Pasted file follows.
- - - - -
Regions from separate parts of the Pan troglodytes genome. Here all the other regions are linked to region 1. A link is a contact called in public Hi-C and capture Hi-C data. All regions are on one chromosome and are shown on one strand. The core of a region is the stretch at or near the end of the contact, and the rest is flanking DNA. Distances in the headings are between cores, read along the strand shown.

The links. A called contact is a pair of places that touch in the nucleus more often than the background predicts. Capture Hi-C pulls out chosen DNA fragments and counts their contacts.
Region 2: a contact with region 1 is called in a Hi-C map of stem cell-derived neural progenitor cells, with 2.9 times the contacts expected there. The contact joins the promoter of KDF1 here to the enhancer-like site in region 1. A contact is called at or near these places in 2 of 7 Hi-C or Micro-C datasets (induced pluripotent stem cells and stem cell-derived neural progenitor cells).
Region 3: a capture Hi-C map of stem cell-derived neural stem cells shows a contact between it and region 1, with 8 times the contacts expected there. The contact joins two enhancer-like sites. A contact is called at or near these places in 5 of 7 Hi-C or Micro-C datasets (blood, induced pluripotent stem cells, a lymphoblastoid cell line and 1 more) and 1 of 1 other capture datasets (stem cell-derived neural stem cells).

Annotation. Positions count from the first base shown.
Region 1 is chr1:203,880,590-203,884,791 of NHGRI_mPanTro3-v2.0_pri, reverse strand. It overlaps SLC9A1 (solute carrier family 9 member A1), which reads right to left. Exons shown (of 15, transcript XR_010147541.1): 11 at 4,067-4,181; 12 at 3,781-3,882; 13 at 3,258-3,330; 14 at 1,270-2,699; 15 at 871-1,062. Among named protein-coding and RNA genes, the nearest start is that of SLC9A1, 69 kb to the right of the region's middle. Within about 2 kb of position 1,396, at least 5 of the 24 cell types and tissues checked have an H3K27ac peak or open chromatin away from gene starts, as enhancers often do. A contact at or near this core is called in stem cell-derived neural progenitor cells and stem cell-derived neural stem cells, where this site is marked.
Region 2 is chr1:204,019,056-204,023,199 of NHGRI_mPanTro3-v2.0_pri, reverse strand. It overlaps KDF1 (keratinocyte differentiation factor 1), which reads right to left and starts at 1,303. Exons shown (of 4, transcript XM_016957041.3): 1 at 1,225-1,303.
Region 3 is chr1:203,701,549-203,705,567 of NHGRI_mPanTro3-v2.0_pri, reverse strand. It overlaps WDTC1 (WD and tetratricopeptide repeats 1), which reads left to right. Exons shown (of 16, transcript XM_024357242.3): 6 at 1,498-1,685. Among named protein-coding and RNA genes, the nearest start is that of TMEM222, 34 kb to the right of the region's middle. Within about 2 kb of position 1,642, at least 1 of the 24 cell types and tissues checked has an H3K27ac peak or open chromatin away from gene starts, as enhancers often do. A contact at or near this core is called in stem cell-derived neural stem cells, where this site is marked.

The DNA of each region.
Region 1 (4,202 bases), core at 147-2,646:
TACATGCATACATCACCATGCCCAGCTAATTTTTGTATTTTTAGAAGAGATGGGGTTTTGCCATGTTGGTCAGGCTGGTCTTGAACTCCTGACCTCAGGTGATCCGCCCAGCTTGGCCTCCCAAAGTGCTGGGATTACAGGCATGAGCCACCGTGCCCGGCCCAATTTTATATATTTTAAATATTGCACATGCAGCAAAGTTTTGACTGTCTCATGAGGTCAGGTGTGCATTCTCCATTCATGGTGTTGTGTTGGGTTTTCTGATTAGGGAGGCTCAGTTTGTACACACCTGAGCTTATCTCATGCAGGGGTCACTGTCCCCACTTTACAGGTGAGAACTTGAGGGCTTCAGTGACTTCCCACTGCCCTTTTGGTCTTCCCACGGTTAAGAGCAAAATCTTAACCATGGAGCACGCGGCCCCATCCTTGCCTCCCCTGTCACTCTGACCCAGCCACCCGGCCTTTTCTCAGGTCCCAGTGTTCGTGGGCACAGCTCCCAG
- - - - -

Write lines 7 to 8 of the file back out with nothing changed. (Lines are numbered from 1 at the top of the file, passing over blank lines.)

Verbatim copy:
Region 2 is chr1:204,019,056-204,023,199 of NHGRI_mPanTro3-v2.0_pri, reverse strand. It overlaps KDF1 (keratinocyte differentiation factor 1), which reads right to left and starts at 1,303. Exons shown (of 4, transcript XM_016957041.3): 1 at 1,225-1,303.
Region 3 is chr1:203,701,549-203,705,567 of NHGRI_mPanTro3-v2.0_pri, reverse strand. It overlaps WDTC1 (WD and tetratricopeptide repeats 1), which reads left to right. Exons shown (of 16, transcript XM_024357242.3): 6 at 1,498-1,685. Among named protein-coding and RNA genes, the nearest start is that of TMEM222, 34 kb to the right of the region's middle. Within about 2 kb of position 1,642, at least 1 of the 24 cell types and tissues checked has an H3K27ac peak or open chromatin away from gene starts, as enhancers often do. A contact at or near this core is called in stem cell-derived neural stem cells, where this site is marked.